Rewritten changes to new editions of Roald Dahl's books claiming some words are 'offensive and harmful' have left readers up in arms, calling this censorship.
Published Thursday, 23 February 2023 09:02
In every effort to remain inclusive of all readers and future generations, Puffin, the publisher of Roald Dahl's books has taken it upon themselves to rewrite the author's intended words making it impossible to distinguish the difference between male and female, fat and thin, large and small.
In the book, James and the Giant Peach, the Cloud-Men have become Cloud-People. In The Witches, there are no longer any old hags – only old crows, Augustus Gloop in Charlie and the Chocolate Factory from “fat” to “enormous,” and replaces the word “female” throughout Matilda with “woman,” and instead of being called "small men," Oompa-Loompas are now "small people." Elsewhere in The Witches, the description of a woman “working as a cashier in a supermarket or typing letters for a businessman” has become “working as a top scientist or running a business”.
In another example, in James and the Giant Peach, the lines “Aunt Sponge was terrifically fat / And tremendously flabby at that,” and “Aunt Spiker was thin as a wire / And dry as a bone, only drier” has become “Aunt Sponge was a nasty old brute / And deserved to be squashed by the fruit,” and, “Aunt Spiker was much of the same / And deserves half of the blame.”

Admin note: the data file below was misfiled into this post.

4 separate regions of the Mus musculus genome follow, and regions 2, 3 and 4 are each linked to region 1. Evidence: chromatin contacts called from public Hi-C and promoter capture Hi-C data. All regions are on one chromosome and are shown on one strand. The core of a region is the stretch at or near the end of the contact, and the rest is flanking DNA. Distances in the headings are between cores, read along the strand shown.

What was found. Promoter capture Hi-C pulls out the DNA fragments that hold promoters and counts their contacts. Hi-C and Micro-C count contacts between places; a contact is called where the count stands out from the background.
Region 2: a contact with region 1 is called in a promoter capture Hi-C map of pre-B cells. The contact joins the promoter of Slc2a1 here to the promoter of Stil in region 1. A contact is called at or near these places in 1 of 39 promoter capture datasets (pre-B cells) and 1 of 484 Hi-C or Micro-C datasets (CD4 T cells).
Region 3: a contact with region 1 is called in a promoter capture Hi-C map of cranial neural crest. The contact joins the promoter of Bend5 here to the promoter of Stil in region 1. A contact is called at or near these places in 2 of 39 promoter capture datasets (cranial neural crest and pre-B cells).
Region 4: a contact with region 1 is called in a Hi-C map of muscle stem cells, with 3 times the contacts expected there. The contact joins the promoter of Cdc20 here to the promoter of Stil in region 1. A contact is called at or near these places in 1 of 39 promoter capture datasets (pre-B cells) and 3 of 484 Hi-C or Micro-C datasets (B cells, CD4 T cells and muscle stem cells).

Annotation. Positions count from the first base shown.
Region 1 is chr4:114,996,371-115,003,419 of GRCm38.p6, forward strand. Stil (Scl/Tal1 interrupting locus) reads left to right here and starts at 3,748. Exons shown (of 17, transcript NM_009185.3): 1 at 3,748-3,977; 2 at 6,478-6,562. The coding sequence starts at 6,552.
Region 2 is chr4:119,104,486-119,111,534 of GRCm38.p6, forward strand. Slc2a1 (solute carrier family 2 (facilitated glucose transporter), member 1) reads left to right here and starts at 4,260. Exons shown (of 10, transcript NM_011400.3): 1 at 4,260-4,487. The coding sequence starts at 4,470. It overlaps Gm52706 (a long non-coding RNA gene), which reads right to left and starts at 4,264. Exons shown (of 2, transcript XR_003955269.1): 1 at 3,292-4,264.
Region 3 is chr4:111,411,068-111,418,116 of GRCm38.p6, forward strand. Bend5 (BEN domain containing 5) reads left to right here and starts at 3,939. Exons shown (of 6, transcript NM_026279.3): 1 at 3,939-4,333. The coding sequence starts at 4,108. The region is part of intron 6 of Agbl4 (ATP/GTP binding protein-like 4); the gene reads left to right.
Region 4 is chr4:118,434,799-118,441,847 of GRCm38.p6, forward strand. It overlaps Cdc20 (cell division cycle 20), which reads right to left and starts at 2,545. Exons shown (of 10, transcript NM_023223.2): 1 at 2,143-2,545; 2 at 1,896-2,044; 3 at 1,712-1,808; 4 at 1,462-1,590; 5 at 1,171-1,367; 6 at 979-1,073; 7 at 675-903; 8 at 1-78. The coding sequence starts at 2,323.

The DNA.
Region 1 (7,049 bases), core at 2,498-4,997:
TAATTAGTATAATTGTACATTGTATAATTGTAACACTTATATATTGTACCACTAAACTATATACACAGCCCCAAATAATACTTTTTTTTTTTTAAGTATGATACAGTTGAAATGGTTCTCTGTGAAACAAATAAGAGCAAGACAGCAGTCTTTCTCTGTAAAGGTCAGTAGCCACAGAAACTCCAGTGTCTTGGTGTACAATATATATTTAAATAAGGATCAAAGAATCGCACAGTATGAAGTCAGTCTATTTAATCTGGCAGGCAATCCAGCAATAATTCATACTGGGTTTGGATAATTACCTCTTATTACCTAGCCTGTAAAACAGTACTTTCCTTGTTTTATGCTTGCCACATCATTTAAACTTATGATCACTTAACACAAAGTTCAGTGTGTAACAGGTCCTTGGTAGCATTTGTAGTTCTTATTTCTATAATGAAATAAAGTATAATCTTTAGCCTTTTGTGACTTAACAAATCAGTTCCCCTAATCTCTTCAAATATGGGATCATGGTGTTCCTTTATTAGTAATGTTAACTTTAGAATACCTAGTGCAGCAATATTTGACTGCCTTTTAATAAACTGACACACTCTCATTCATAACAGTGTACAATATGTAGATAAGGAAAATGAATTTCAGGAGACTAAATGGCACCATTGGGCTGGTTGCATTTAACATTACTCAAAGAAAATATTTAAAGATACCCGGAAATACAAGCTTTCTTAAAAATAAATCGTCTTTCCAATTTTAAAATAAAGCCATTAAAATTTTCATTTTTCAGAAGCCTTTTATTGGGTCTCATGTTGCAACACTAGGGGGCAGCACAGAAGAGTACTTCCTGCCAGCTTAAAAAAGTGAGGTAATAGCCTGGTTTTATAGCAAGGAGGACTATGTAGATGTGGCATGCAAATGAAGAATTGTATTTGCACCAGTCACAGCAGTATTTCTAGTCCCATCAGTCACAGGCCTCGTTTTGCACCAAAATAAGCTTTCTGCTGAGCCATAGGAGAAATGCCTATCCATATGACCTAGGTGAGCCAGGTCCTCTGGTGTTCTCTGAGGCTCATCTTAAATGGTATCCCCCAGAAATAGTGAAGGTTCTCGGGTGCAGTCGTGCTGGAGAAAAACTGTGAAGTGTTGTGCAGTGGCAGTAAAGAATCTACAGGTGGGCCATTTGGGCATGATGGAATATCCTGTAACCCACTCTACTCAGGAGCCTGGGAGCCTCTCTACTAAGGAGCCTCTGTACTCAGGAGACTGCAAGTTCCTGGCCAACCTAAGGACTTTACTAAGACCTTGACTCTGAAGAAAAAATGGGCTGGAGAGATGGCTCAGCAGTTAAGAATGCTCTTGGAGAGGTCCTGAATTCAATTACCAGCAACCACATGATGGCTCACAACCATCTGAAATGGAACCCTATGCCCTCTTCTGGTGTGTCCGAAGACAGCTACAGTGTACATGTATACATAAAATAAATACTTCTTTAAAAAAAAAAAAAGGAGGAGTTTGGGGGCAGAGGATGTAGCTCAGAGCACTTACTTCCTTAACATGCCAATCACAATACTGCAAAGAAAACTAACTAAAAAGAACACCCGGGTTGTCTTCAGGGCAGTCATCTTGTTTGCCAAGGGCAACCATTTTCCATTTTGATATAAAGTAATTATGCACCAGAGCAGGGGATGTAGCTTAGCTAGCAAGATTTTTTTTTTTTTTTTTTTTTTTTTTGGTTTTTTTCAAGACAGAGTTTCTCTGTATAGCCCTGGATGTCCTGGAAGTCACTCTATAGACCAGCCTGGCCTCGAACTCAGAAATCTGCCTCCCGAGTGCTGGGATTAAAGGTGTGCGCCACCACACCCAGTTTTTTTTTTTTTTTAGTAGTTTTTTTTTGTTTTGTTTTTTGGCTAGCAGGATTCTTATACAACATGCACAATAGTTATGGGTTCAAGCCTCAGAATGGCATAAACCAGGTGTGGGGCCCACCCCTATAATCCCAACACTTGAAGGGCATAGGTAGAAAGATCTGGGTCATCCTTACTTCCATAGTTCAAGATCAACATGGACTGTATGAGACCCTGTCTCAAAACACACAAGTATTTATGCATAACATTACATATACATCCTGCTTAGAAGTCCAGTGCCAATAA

Removing the author's original context of the story makes it difficult to distinguish the difference between the two and makes it obvious they are removing gender-neutral words and pushing feminist agendas.
British newspaper The Telegraph first reported that the publisher of Dahl's books, Puffin, made hundreds of changes to the original texts of the author's well-known children's books.
According to the Guardian, publishers Puffin hired sensitivity readers — “a collective for people who are passionate about inclusion and accessibility in children’s literature,” Puffin said — to comb through Dahl’s children’s books (but not his adult works), with those readers finding over 100 edits, ranging from tweaking or removing a word or two to rewriting entire couplets. This on its own is an actual copyright infringement.
Readers, writers, and advocacy groups have all criticized the revisions.
Suzanne Nossel, CEO of the free expression advocacy group PEN America, called the changes alarming.
Selective editing to make literary works fit particular views could make up a dangerous new weapon amid strong battles against book bans and restrictions on what can be taught and read, Nossel tweeted. "Those who might applaud some adjustments to Dahl's writing should think about how the ability to alter literature could be utilized by individuals who do not share their values and sensibilities."
Renowned author Salman Rushdie stepped in as well, calling the changes censorship.
Rushdie is, of course, known for being a target for his own work. He spent years in hiding after Iran's Ayatollah Ruhollah Khomeini called for his death after publishing his novel The Satanic Verses, which some Muslims consider blasphemous. Rushdie was stabbed in August and lost vision in one eye and has nerve damage.
"Roald Dahl was no angel but this is absurd censorship. Puffin Books and the Dahl estate should be ashamed," Rushdie tweeted.
Dahl died in 1990 at the age of 74 after writing children's books and stories that have been translated into 68 languages. Some of his books became classic movies as well. His book Matilda was just recently made into a musical film for Netflix and premiered last year.
Though his work is revered, Dahl is also a controversial figure for the antisemitic comments he made throughout his life. The Roald Dahl Story Company issued an apology in 2020.